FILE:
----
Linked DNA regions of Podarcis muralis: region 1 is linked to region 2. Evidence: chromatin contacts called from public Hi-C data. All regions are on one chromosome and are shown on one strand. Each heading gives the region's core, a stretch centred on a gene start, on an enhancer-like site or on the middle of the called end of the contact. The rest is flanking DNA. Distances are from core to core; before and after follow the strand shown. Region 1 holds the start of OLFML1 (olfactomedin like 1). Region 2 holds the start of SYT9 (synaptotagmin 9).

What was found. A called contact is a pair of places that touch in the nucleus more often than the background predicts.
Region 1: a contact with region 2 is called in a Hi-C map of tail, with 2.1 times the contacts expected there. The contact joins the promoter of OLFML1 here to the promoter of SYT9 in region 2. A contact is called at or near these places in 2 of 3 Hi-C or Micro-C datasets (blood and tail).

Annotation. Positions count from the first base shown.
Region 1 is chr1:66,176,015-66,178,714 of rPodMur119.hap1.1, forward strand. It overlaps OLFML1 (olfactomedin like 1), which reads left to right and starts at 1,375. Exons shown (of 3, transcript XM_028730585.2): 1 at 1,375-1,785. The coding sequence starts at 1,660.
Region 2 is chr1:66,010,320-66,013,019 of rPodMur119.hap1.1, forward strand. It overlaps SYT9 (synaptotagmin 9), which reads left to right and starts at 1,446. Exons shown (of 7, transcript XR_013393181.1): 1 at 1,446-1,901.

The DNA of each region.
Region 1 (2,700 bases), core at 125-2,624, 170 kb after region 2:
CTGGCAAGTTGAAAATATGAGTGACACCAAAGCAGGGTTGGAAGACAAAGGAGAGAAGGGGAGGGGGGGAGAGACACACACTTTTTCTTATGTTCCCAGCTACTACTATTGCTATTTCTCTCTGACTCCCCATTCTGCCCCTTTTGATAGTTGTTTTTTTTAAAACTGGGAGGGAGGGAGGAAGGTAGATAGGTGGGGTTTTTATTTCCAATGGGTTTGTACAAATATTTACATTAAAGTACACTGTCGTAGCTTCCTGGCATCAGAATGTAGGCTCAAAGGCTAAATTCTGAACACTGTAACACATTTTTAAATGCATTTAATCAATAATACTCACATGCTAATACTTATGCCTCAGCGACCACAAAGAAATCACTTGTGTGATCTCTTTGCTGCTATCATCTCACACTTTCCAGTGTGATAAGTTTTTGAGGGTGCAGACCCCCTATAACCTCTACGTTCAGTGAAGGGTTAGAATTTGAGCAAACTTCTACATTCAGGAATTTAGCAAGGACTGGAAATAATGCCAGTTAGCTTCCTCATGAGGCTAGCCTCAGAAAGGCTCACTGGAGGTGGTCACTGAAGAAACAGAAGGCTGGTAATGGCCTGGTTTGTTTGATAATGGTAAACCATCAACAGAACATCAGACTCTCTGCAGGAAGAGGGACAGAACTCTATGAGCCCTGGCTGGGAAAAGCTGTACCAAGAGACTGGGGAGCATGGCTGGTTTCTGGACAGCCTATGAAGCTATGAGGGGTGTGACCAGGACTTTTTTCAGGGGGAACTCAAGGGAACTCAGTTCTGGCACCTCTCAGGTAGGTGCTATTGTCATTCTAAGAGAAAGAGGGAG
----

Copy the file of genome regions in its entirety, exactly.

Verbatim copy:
Linked DNA regions of Podarcis muralis: region 1 is linked to region 2. Evidence: chromatin contacts called from public Hi-C data. All regions are on one chromosome and are shown on one strand. Each heading gives the region's core, a stretch centred on a gene start, on an enhancer-like site or on the middle of the called end of the contact. The rest is flanking DNA. Distances are from core to core; before and after follow the strand shown. Region 1 holds the start of OLFML1 (olfactomedin like 1). Region 2 holds the start of SYT9 (synaptotagmin 9).

What was found. A called contact is a pair of places that touch in the nucleus more often than the background predicts.
Region 1: a contact with region 2 is called in a Hi-C map of tail, with 2.1 times the contacts expected there. The contact joins the promoter of OLFML1 here to the promoter of SYT9 in region 2. A contact is called at or near these places in 2 of 3 Hi-C or Micro-C datasets (blood and tail).

Annotation. Positions count from the first base shown.
Region 1 is chr1:66,176,015-66,178,714 of rPodMur119.hap1.1, forward strand. It overlaps OLFML1 (olfactomedin like 1), which reads left to right and starts at 1,375. Exons shown (of 3, transcript XM_028730585.2): 1 at 1,375-1,785. The coding sequence starts at 1,660.
Region 2 is chr1:66,010,320-66,013,019 of rPodMur119.hap1.1, forward strand. It overlaps SYT9 (synaptotagmin 9), which reads left to right and starts at 1,446. Exons shown (of 7, transcript XR_013393181.1): 1 at 1,446-1,901.

The DNA of each region.
Region 1 (2,700 bases), core at 125-2,624, 170 kb after region 2:
CTGGCAAGTTGAAAATATGAGTGACACCAAAGCAGGGTTGGAAGACAAAGGAGAGAAGGGGAGGGGGGGAGAGACACACACTTTTTCTTATGTTCCCAGCTACTACTATTGCTATTTCTCTCTGACTCCCCATTCTGCCCCTTTTGATAGTTGTTTTTTTTAAAACTGGGAGGGAGGGAGGAAGGTAGATAGGTGGGGTTTTTATTTCCAATGGGTTTGTACAAATATTTACATTAAAGTACACTGTCGTAGCTTCCTGGCATCAGAATGTAGGCTCAAAGGCTAAATTCTGAACACTGTAACACATTTTTAAATGCATTTAATCAATAATACTCACATGCTAATACTTATGCCTCAGCGACCACAAAGAAATCACTTGTGTGATCTCTTTGCTGCTATCATCTCACACTTTCCAGTGTGATAAGTTTTTGAGGGTGCAGACCCCCTATAACCTCTACGTTCAGTGAAGGGTTAGAATTTGAGCAAACTTCTACATTCAGGAATTTAGCAAGGACTGGAAATAATGCCAGTTAGCTTCCTCATGAGGCTAGCCTCAGAAAGGCTCACTGGAGGTGGTCACTGAAGAAACAGAAGGCTGGTAATGGCCTGGTTTGTTTGATAATGGTAAACCATCAACAGAACATCAGACTCTCTGCAGGAAGAGGGACAGAACTCTATGAGCCCTGGCTGGGAAAAGCTGTACCAAGAGACTGGGGAGCATGGCTGGTTTCTGGACAGCCTATGAAGCTATGAGGGGTGTGACCAGGACTTTTTTCAGGGGGAACTCAAGGGAACTCAGTTCTGGCACCTCTCAGGTAGGTGCTATTGTCATTCTAAGAGAAAGAGGGAG